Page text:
All parties should understand and agree to all terms outlined in lease agreements

Thinking about leasing your property? Are you looking for a farm to rent?

There’s more to it than just agreeing on a payment.

“In general, a good lease is one in which both parties agree it’s fair and both completely understand each other’s expectations,” Wesley Tucker, University of Missouri Extension field specialist in agriculture business, explained. “The majority of problems that arise from leases occur when one or more parties do not fully understand what the other one expected. Whether a lease is verbal or in writing, taking the time to discuss these issues ahead of time will prevent 99 percent of the problems that could arise later.”

Types of Leases

Verbal lease: Verbal leases are legal, but are only considered valid for one year and is difficult to enforce. If after one year the landlord and tenant agree to extend the verbal lease for a second year, then the lease becomes what is known as a year-to-year tenancy.

“The lease will automatically be extended for another year at the anniversary date of the lease, unless one of the parties provides a termination notice ahead of time,” Tucker said. “The notice must be in writing and provided 60 days prior to the anniversary date of the lease, which is when a landlord and tenant actually made the agreement.”

A verbal lease is also binding upon heirs, but laws prohibit someone from testifying to the terms of an agreement when the other party is unable to defend themselves.

“This makes it very difficult to prove what was agreed upon,” Tucker said.

Written lease: The best way to avoid issues is to draw up a written agreement that is agreed to and signed by all parties.

“It forces you to consider what may seem like minor details now, but can become explosive issues later,” Tucker said. “Small things like who has the right to say who may hunt on the property can cause major disagreements if not discussed ahead of time.”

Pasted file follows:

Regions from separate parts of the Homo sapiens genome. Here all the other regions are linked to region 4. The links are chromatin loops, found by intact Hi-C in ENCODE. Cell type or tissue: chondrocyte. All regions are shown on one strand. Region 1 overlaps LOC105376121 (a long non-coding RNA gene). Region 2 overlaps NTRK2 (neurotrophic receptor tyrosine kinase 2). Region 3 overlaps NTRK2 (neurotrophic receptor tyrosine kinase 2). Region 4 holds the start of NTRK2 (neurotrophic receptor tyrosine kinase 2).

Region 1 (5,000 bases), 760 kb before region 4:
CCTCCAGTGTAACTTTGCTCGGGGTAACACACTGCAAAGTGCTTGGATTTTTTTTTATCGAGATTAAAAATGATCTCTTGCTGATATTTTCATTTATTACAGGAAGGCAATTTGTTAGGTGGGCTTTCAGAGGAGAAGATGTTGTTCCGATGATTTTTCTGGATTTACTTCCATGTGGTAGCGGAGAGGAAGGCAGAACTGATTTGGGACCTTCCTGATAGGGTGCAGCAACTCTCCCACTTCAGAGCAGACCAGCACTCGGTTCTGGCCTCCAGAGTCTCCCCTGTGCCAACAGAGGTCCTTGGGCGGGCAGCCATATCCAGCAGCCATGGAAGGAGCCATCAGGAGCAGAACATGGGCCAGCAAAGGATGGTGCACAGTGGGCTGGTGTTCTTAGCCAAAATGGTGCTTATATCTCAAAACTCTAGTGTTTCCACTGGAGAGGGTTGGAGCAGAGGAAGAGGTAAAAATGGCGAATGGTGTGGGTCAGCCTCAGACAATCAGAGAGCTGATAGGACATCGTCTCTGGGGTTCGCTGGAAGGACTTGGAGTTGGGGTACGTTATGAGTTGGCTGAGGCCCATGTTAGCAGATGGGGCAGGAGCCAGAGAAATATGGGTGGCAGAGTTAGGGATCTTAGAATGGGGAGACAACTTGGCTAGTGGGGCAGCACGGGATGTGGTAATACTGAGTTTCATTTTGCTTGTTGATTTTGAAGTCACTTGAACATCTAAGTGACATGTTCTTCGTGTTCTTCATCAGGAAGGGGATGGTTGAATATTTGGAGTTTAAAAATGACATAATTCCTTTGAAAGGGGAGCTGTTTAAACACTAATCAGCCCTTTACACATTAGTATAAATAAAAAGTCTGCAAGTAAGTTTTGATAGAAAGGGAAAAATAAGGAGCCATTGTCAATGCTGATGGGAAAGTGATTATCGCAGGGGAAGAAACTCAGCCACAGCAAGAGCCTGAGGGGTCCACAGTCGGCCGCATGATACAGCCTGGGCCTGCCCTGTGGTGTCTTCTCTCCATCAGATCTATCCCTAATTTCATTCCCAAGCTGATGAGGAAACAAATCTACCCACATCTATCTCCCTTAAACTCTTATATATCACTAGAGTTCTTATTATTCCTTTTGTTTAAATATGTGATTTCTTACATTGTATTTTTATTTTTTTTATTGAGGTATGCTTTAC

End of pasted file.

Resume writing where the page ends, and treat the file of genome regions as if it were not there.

The minimum requirements of a written lease are the names of both parties, a legal description of the property, duration of the lease, rental rate and payment arrangements, and signatures of both parties.

“A written lease is a good way to force everyone to consider the details,” Tucker advised. “Plus it creates an incentive for both parties to structure the lease so that it’s mutually beneficial.”

Items to Consider

Tucker cautioned that there are several other items that should be considered in a lease, including:

Landowner entry rights: Unless agreed upon in the lease, the landowner does not have the right to enter the property.

“A common example is when renting an apartment; tenants don’t want a landlord entering the apartment any time they wish, unless it’s to make repairs,” Tucker explained. “The same goes for a land lease. If a landlord wishes to have the right to enter the property or allow their grandson to hunt there, it needs to be in the lease.

• Subleasing: If the lease does not state the tenant is not allowed to sublease the property, then the tenant can sublease it to anyone he or she chooses without the landlord’s permission as long as it is for the same original purpose, such as livestock use or crop production.

Soil fertility and lime: Tucker said knowing which party is responsible for lime and fertilizer is perhaps the most critical points of a lease.

“If fields are not maintained the productivity will decrease which hurts both the landlord and tenant,” Tucker said. “This may be a reason to establish a multi-year lease because it provides more incentive for the tenant to invest in the soil fertility. Another option is to include a special clause in the lease that specifies if the lease is not extended the fertilizer and lime expenses are to be amortized and the tenant refunded the unused portion.”

• Other special agreements: Items,, such as fence repair, should be address in a lease.

“Agreeing upon who is responsible for fences and who pays for materials ahead of time helps ensure that fences are maintained and kept in working order,” Tucker said.

Other special agreements can include the use of buildings or grain bins, how often pastures should be clipped, noxious or chemical resistant weed control, or any other special restrictions either party desires.


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